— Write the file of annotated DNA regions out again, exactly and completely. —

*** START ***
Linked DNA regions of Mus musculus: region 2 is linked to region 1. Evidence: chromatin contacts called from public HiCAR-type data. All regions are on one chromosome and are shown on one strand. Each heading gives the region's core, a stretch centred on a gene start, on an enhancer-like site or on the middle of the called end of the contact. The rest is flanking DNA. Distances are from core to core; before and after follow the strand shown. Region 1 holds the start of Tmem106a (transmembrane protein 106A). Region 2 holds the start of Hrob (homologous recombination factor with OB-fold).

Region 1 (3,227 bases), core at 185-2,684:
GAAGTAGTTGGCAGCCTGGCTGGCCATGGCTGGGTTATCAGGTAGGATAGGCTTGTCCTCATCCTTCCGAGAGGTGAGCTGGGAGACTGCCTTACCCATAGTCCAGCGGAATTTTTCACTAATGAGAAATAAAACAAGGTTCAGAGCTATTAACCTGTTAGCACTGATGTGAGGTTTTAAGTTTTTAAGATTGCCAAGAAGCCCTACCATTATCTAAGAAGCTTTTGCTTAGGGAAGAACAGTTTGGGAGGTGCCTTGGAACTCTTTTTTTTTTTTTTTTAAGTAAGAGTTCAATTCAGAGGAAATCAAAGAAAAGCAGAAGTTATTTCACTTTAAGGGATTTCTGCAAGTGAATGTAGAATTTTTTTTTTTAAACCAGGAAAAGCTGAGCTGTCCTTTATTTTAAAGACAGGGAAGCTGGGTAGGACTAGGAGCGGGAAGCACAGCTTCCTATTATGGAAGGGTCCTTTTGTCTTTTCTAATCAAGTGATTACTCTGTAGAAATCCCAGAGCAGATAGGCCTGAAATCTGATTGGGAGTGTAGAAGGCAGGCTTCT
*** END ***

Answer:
Linked DNA regions of Mus musculus: region 2 is linked to region 1. Evidence: chromatin contacts called from public HiCAR-type data. All regions are on one chromosome and are shown on one strand. Each heading gives the region's core, a stretch centred on a gene start, on an enhancer-like site or on the middle of the called end of the contact. The rest is flanking DNA. Distances are from core to core; before and after follow the strand shown. Region 1 holds the start of Tmem106a (transmembrane protein 106A). Region 2 holds the start of Hrob (homologous recombination factor with OB-fold).

Region 1 (3,227 bases), core at 185-2,684:
GAAGTAGTTGGCAGCCTGGCTGGCCATGGCTGGGTTATCAGGTAGGATAGGCTTGTCCTCATCCTTCCGAGAGGTGAGCTGGGAGACTGCCTTACCCATAGTCCAGCGGAATTTTTCACTAATGAGAAATAAAACAAGGTTCAGAGCTATTAACCTGTTAGCACTGATGTGAGGTTTTAAGTTTTTAAGATTGCCAAGAAGCCCTACCATTATCTAAGAAGCTTTTGCTTAGGGAAGAACAGTTTGGGAGGTGCCTTGGAACTCTTTTTTTTTTTTTTTTAAGTAAGAGTTCAATTCAGAGGAAATCAAAGAAAAGCAGAAGTTATTTCACTTTAAGGGATTTCTGCAAGTGAATGTAGAATTTTTTTTTTTAAACCAGGAAAAGCTGAGCTGTCCTTTATTTTAAAGACAGGGAAGCTGGGTAGGACTAGGAGCGGGAAGCACAGCTTCCTATTATGGAAGGGTCCTTTTGTCTTTTCTAATCAAGTGATTACTCTGTAGAAATCCCAGAGCAGATAGGCCTGAAATCTGATTGGGAGTGTAGAAGGCAGGCTTCT